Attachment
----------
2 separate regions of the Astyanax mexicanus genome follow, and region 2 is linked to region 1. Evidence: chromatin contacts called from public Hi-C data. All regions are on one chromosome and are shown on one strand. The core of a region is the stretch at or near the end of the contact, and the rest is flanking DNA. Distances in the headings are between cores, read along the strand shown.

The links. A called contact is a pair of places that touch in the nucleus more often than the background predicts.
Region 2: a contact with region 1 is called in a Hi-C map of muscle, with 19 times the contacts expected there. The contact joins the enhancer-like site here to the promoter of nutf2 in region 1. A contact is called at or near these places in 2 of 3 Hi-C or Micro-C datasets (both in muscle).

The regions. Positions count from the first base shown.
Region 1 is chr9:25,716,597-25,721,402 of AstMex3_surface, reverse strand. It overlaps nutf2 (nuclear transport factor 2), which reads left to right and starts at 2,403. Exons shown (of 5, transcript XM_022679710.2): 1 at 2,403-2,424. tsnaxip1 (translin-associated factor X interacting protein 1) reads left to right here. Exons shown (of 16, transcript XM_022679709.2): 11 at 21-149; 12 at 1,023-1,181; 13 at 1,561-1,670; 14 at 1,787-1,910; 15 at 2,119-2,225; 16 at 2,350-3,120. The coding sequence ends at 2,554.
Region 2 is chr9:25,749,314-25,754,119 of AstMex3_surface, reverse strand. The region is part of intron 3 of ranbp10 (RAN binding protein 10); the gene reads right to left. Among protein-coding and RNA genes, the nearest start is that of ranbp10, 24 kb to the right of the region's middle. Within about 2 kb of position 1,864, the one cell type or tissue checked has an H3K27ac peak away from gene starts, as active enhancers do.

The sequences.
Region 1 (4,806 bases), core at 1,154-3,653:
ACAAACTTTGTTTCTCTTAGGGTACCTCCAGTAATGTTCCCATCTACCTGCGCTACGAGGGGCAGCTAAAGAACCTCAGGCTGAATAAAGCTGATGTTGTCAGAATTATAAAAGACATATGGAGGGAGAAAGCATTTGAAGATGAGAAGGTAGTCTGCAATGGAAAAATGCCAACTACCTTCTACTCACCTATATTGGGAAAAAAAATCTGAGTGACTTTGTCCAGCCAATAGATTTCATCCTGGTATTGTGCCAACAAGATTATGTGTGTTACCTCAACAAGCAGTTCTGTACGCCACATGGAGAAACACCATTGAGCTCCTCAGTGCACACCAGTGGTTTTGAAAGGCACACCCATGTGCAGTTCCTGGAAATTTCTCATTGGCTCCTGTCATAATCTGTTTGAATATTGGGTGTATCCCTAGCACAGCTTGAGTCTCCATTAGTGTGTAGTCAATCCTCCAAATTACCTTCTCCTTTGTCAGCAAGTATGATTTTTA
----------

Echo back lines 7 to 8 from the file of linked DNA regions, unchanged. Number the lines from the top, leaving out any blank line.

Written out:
The sequences.
Region 1 (4,806 bases), core at 1,154-3,653: